The Bay of Honduras

Shipwrecks in Belize

Rocky Point: Three cannon and one anchor retrieved and on display in various hotels. One 151 anchor presently in about 20'to 25'of water, one cannon in about 121 of water. on the beach there are many broken bottles of circa 1750. A few small ballast rocks may be found on the beach. Several chisel headed bronze nails and drifts encrusted in the exposed rocks. Unverified reports indicate there may be a large ballast pile in 401 to 60' of water off the point. From Marx, 1971, "Before 1792. An English Chart dated 1792 states that some years earlier a Spanish galleon named "Santa Yaga was lost off the Three Brothers, which are several small keys off the northeastern tip of Ambergris Key"

Habaneros-Palmeros: This is probably one of the oldest wrecks sites off Ambergris Caye. Presently there are three anchors, three large cannon and one breach loading swivel cannon still on the reef. Scattered in the forereef there are very encrusted ballast rocks, whose path leads into the reef itself and limitedly into the leeward side of the reef. One of these cannon is in water about 10" deep. A few silver coins were found on this wreck that dated between 1630 and 1650. The name of this ship is unknown, but some of its explorers suggest that it may have been the "Oxford", one of Sir Henry Morgan's privateers.

Morgan was very active in the Roatan, Honduras area. Here are a few historical notes on Morgan. A Welshman (b. 1635, d. 1688), he was kidnapped as a boy in Bristol and later sold in Barbados. In 1664, he led a commission as Lt. Governor of Jamaica and 1665-1666, sailing from Jamaica he attacked Vildemos, Truxillo in Honduras, in 1668 the Spaniards were planning an attack on Jamaica and Morgan attacked Porto Bello, Panama and the buccaneers subsequently ravaged Cuba. Before being made Lt. Governor, he was Commander-In-Chief of the entire naval force of Jamaica. In all probability Morgan was familiar at least in part, with the reefs, channels and passages on the Belizean coast.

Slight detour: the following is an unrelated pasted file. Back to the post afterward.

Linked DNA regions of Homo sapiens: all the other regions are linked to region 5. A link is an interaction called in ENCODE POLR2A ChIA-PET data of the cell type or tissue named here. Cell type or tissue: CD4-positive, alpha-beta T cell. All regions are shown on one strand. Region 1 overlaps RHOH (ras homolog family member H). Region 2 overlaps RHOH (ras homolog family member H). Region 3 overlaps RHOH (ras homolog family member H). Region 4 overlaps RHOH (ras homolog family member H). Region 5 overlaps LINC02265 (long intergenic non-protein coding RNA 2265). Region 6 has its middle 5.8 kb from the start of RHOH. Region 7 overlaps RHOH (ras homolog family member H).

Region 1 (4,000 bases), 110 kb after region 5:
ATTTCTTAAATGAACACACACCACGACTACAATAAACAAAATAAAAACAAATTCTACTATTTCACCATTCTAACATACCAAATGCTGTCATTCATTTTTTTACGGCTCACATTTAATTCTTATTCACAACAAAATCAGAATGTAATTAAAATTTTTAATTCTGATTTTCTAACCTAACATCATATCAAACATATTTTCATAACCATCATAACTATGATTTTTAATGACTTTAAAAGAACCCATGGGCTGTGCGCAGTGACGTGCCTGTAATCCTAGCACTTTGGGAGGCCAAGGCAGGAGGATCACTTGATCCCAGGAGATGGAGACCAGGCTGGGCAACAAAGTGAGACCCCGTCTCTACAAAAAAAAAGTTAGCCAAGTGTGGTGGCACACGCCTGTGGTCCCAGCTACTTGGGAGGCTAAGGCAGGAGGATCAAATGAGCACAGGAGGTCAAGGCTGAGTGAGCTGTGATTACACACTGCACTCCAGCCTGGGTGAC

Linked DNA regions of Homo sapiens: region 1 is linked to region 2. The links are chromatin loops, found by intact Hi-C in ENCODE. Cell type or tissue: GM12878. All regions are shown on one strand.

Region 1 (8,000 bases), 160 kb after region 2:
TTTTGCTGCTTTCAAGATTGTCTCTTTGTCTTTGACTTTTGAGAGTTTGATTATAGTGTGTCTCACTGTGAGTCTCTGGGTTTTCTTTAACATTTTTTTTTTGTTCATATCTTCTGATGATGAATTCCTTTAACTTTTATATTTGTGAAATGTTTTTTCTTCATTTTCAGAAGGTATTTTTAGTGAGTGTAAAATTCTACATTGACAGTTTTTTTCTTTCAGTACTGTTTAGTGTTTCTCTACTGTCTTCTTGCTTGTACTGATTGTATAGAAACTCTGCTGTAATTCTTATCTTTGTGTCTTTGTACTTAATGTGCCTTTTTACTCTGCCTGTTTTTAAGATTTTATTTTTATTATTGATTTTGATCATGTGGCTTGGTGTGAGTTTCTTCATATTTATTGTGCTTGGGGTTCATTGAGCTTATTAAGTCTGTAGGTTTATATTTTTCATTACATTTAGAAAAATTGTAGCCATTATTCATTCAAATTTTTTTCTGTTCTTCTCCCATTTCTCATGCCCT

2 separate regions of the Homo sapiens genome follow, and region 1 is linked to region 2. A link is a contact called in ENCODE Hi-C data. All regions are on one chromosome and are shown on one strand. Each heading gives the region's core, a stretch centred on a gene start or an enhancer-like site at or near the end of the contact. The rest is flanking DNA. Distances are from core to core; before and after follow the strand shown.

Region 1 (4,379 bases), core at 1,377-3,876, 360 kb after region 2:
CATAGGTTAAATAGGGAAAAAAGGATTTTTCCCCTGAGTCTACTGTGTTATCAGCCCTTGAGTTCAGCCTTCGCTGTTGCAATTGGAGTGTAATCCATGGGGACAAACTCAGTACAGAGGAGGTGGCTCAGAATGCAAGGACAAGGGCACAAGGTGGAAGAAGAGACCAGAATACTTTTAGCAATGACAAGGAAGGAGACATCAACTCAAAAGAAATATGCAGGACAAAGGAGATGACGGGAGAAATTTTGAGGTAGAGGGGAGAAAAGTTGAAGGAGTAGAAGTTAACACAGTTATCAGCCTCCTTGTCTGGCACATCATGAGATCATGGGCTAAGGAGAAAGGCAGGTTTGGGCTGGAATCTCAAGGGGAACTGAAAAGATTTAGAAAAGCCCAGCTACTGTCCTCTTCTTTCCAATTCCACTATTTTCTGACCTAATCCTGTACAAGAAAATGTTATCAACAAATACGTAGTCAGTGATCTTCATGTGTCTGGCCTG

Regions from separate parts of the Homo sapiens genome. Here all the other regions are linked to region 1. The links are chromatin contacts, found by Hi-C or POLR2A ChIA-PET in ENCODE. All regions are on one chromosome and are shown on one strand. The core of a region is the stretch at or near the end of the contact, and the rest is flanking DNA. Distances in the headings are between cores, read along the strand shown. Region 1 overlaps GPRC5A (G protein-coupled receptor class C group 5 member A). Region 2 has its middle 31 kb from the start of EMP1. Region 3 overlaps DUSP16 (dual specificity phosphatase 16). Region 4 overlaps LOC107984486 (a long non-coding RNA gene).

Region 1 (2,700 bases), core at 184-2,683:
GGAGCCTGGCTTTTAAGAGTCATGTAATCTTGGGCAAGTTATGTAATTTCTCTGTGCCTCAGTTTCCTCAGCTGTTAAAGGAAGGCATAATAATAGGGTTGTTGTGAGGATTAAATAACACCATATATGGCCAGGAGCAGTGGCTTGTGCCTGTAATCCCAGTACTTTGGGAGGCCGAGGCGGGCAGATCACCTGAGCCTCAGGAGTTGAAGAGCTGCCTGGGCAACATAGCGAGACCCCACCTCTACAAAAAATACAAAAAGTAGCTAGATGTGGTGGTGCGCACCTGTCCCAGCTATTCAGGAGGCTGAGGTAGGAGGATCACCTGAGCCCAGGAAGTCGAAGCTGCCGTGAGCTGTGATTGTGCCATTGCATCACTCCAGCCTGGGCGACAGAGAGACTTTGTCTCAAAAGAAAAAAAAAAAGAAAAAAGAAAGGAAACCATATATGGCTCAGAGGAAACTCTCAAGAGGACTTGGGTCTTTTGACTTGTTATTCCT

1751 Two Rhode Island sloops and a Jamaican snow lost on the north keys (Lighthouse Reef

1764 English merchantman, "Mary Oxford", coming from Jamaica lost on Turneffe Island.

1774 Two ships wrecked on Glover's Reef: English merchantman, "Argyle", Capt. Fisher, about 5 leagues (a league is about 3 nautical miles) from the southwestern end of the reef: the American ship "Polly", Capt Waid, going to New York, on the Northeastern end of the reef, crews and part of cargo saved.

1780 The English ship "Live Oak", sailing to Jamaica, wrecked on the coast at Black River (Sittee River), crew was saved.

1786 English merchantman, "Assisstance", Capt Galt, coming from Jamaica, lost crossing the bar at Black River

1786 Unidentified Scottish ship, Capt Carr, wrecked on Glovers reef, the crew saved.

1787 On Sept. 2, (a hurricane), 30 plus English merchantmen were on coast and off-lying areas; 15 were lost in the port of Belize. The only ship identified by name was the "HMS Triumvirate" lost at St. George's Caye which was carrying a large amount of silver specie. The large ballast pile off St George's Caye may be from this ship.

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The Pirate Treasure of Roatan Island by Daryl Friesen

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A Treasure Hunters Guide to Roatan Island and Beyond